The first thing to consider is what you want to happen to the house. Do either of you want to stay in it? Could either of you afford to take over the house and pay the mortgage and other bills? There are various ways to try and ensure that you stay in the house even if you can’t afford to buy your spouse out immediately. You could stay in the house for a period There are various ways to structure a settlement if funds are not immediately available. It is important to speak with a specialist family lawyer who can give you advice as to your options.
Yes, you can either continue using your married name or else revert to your maiden name. If you have children then you should not change their surname without considering whether it is in their best interests. You should also agree any such name change with your spouse.
Since 2006 cohabiting partners have had the ability to make a financial claim on their partner following the breakdown in their relationship. The rules are very different to those that apply to marriage. There is also a very tight timeframe of 1 year in which to make a claim. Receiving early specialist advice is therefore essential.
Yes prenuptial agreements are legally binding in Scotland. Generally they are used to give protection to someone getting married with pre-existing assets.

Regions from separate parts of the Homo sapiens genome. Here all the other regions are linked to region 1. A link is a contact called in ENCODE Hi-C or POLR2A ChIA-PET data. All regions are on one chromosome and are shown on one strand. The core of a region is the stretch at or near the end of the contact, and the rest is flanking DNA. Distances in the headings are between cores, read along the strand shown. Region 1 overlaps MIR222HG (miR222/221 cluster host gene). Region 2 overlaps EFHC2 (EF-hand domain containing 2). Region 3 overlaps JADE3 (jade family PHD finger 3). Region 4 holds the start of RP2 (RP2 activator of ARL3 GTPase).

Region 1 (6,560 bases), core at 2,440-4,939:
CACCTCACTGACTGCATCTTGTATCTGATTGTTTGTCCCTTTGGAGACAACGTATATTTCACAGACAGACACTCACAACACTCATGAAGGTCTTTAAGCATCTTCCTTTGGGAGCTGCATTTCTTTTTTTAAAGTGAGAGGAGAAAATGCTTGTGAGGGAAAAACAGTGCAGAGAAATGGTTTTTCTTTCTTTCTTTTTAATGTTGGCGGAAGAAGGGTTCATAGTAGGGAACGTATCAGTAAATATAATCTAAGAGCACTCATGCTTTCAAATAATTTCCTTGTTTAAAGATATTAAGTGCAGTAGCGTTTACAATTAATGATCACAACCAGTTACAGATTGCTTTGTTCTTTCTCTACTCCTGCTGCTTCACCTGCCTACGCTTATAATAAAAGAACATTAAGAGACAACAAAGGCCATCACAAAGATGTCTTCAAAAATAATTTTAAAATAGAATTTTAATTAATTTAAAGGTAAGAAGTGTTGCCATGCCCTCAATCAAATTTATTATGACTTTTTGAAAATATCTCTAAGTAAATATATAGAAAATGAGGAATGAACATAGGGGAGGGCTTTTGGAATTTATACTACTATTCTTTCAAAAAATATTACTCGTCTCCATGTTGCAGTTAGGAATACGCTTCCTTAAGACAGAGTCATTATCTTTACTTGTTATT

You can use the simplified divorce procedure if you do not have children under the age of 16 and you have been separated for 1 year with consent or else 2 years.
In Scotland, you must resolve the financial side of your separation before getting divorced. The reason for this is that your right to make financial claims on your spouse is lost on divorce. Once your finances are resolved then you can apply for divorce. In Scotland, you have to prove to the court that your marriage has broken down irretrievably before the court will grant your divorce.
In Scotland, the financial settlement that you have reached should be recorded in a document called either a Minute of Agreement or Separation Agreement. That is a contract between you and your partner. It is sensible to have the agreement checked and the Minute of Agreement prepared by a solicitor to ensure that it is watertight.
No. A solicitor cannot act for you both. To act for you both would be against the Law Society of Scotland professional practice rules and would also be a conflict of interest.
Whilst there is no legal requirement for you to have a solicitor, it is advisable for you to seek legal advice early on in your separation. A separation can be a very uncertain time and consulting a specialist family lawyer can provide some reassurance as to your rights and obligations.
Various factors can impact on this. Once we have more information in relation to your case then timescales can be discussed in more detail. It is important not to rush a settlement in relation to your children or even your finances. These are important decisions and you should give yourself time to consider all of your options and reach a settlement which is best for you.